I am old, as my husband teasingly points out so I didn’t think making homemade baby food was something I’d end up doing again. But when he got head/neck cancer things changed. He was on a feeding tube for months and when he began eating “real” food again it was extremely difficult for him.
The radiation has destroyed his saliva glands and caused fluid retention in the tissue of his throat. Choking and/or aspirating food was a real danger. So I bought baby food. It was soft and easy for him to swallow but that stuff has gotten expensive in the last 31 years! So homemade baby food sounded like a really good idea!
Remember when introducing your baby to new foods it is best to only offer one at a time. Wait about four days before introducing another new food. You’ll be able to quickly tell if your baby is allergic to a new food if it’s the only one that he hasn’t had before.
Here are some tips on how to make your own homemade baby food and some foods that are great as baby food.
Applesauce – This baby food favorite contains vitamins A, C, E, and Folate. Minerals found in apples are calcium, magnesium, potassium, phosphorous, and selenium. And, in small amounts, apples contain copper, iron, manganese, and zinc.
- Peel and core apples.
- Slice or cut into chunks.
- Place in a pan with enough water to slightly cover the apples.
- Cook the apples on medium heat until tender, stirring frequently and adjusting the water level if necessary.
- Reserve some of the cooking water.
- Place into a blender and puree, adding the reserved water if the applesauce needs to be thinned.
Applesauce may be thickened with cereal as your baby grows and adjusts to solid food.
Acorn, Butternut, and Hubbard Squash – The winter squashes are very high in fiber and contain vitamins A, C, and Folate. Iron and potassium are the major minerals found in these squash.
- Preheat oven to 400°F
- Cut the squash in half and scoop out the seeds with a spoon. Do not peel.
- Lay squash halves cut side down on a baking pan with at least 1 ½” sides
- Add water to about one inch in the pan.
- Bake for about 40 minutes or until the skin puckers and the squash is soft. Check the water level while baking to maintain the level.
- When squash is soft scoop meat out of the skin with a wooden spoon.
- Reserve the cooking water for thinning the puree.
- Place meat in a blender and puree, adding cooking water as necessary.
* You can also cube the squash and boil it as you would potatoes.
Avocado – This wonder food has vitamins A, C, niacin, and folate. The minerals an avocado contains are calcium, iron, magnesium, potassium, and phosphorous. It’s smooth and creamy so it’s a great first food and it’s easy to digest.
- Peel and take the pit out of a ripe avocado.
- The flesh can be mashed with a fork or pureed in a blender.
- Add a little breast milk or formula if the puree needs to be thinned.
*There is no need to cook the flesh of a ripe avocado.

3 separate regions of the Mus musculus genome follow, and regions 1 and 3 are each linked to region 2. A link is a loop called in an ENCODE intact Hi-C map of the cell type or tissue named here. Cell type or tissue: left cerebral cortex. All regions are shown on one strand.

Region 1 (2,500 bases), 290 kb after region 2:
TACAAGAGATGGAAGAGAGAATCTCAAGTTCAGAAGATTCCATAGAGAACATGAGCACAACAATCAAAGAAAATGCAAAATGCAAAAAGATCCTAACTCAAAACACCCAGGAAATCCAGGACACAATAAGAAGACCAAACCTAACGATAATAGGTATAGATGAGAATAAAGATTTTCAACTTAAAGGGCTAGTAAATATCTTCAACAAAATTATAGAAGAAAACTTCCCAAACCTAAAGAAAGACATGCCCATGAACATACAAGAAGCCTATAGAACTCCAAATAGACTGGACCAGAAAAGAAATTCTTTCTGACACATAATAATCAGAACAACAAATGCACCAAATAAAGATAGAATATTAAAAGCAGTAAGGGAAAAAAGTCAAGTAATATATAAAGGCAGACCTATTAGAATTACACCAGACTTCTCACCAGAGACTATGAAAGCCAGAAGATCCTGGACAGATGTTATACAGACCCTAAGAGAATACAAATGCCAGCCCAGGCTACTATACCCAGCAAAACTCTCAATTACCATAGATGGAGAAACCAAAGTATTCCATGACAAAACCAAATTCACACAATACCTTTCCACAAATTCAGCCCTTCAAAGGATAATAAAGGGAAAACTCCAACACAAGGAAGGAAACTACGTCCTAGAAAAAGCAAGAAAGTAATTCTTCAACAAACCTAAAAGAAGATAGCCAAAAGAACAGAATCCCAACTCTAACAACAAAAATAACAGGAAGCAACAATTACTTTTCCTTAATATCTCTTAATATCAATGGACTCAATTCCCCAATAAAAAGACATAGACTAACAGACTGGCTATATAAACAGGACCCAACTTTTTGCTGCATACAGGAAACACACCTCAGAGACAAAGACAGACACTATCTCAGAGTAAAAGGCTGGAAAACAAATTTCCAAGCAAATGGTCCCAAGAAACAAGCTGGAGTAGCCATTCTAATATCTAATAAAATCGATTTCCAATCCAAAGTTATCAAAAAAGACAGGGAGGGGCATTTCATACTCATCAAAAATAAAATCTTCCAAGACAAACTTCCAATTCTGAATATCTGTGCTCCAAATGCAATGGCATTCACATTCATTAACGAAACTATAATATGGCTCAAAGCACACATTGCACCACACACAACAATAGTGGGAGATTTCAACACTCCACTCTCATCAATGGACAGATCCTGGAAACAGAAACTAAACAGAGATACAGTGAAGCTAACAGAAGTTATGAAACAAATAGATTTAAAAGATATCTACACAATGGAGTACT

Banana – This fruit is one that is very common as a first food for baby. Bananas contain vitamins A, C, and Folate and the minerals calcium, magnesium, potassium, phosphorous, and selenium. Bananas are easy to digest and the natural sweetness may help baby adjust to solid food. There is some debate about giving a sweet food like bananas as a first food so do your research before deciding to feed bananas.
- Peel and puree in a blender or simply mash with a fork.
- Add breastmilk or formula to thin or add the banana to cereal if baby is ready for something thicker.
Pears – This fruit is another favorite for baby’s first food. Pears contain vitamins A, C, and Folate and the minerals calcium, magnesium, phosphorus, and potassium.
- Peel the pears and cut them into chunks, making sure there are no seeds in the chunks.
- Steam the pears until very soft and tender.
- Reserve the steaming water for thinning but you probably won’t need it for pears.
- Place the pear chunks in a blender and puree.
- If the pear puree is too thin, add a little bit of baby cereal to thicken.
Yams & Sweet Potatoes – In addition to being very high in fiber these tubers have vitamins A, C, and Folate and the minerals calcium, magnesium, potassium, phosphorus, selenium, and sodium. Selenium binds with proteins to antioxidant enzymes and can boost the immune system. While too much sodium isn’t good for babies, the amount in a normal feeding of yams or sweet potatoes is limited.
- Preheat oven to 400°F
- Wash the potato thoroughly. Do not peel.
- Poke holes around the potato with a fork and wrap it in foil.
- Bake for 35 minutes or until potato is soft or a knife inserted into it comes out clean.
- Cool the potato until it can be handled and then peel.
- Cut into small chunks and place in a pan with enough water to just cover it.
- Boil, checking water level frequently, until the potato is very tender.
- Reserve cooking water for thinning the puree.
- Place cooked chunks into a blender and puree, adding cooking water as necessary.
Many tropical fruits like mango and papaya are allergenic. Symptoms of a food allergy include:
Sudden loose, diarrhea stools and/or vomiting
Sudden rashes on the skin and bottom
Irritability and/or gassiness after a new food/meal
Breathing or other respiratory troubles after a new food/meal
Swelling of the Face, Lips and/or Tongue
Closure or tightening of the throat